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Expert seeks legal framework for Executive Orders

Mazi Okechukwu Unegbu, lawyer, arbitrator and stockbroker has impressed on the federal government the need to put proper legal framework in place to make the Executive Orders more effective.
Unegbu said this appeal becomes necessary in view of the federal government avowed commitment towards driving the economy.
Acting President, Mr. Yemi Osinbajo, had last month signed three executive orders with the potential to significantly change some of the ways government business and operations are conducted in the country.
The executive orders also stipulate sanctions and punitive measures for violations. The three orders signed by Mr. Osinbajo provide specific instructions on a number of policy issues affecting the ease of doing business in the country, support for local content in public procurement by the federal government, and timely submission of annual budgetary estimates by all government agencies, including companies owned by the Federal Government.
While scoring the government high for coming up with the idea of the Executive Orders, particularly in the area of Ease of Doing Business in Nigeria, Unegbu said he would rather, “The government should go further by making it a law because if you make it a law, you can make a case in the court of law if there is a breach.”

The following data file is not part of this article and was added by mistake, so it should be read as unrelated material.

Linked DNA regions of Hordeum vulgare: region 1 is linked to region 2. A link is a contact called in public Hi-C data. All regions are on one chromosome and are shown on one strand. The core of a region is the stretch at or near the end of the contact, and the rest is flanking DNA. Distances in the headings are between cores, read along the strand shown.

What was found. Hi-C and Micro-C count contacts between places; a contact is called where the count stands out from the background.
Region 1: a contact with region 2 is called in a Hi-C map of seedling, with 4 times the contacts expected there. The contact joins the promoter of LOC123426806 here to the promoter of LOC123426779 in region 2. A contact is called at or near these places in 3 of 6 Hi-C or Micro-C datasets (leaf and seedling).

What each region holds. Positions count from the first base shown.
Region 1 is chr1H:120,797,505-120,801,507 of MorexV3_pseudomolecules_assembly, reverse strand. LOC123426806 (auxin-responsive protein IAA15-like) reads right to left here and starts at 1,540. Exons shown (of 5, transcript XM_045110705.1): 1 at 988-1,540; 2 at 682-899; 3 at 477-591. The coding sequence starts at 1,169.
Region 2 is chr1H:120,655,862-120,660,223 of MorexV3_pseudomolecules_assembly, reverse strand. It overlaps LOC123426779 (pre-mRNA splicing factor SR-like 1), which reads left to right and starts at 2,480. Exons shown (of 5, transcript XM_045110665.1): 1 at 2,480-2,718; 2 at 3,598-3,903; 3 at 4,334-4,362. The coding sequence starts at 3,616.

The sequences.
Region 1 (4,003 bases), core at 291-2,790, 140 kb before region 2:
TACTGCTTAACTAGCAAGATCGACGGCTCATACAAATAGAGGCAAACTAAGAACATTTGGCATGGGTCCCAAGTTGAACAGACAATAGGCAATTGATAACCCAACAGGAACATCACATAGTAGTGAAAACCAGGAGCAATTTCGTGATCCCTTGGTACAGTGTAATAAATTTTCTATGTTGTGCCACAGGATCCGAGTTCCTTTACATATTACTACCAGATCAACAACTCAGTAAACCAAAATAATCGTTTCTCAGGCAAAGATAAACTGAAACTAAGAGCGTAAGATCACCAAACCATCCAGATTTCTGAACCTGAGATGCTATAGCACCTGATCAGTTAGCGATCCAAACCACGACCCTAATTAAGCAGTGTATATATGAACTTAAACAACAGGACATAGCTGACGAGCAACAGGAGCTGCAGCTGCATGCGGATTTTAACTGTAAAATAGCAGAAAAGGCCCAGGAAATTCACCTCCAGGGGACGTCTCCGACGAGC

Unegbu, while lauding the federal government efforts at addressing the challenges besetting the economy, regretted that foreign direct investment had been declining, a development, he stressed can be mitigated by proper policy initiatives.
Citing the challenges confronting small businesses, who also doubles as Managing Director/Chief Executive, Maxifund Investments and Securities Plc, observed that: “SMEs are being killed by the day not out of their own making but because those who are in charge of government agencies responsible for SMEs in terms of licensing and what have you, are still doing it as if they are living in a booming economy.
“In an economy that is in recession, how you manage such things would be to attach what we call a human face to your regulation. What they are doing now is applying the regulation without a human face. For instance, if a business is incorporated with N10million and you now loss about N1million because of the downturn of the economy and now the regulator now say if you don’t bring the N1million they are going to close your shop, that is a wrong way of managing business in an economy.”

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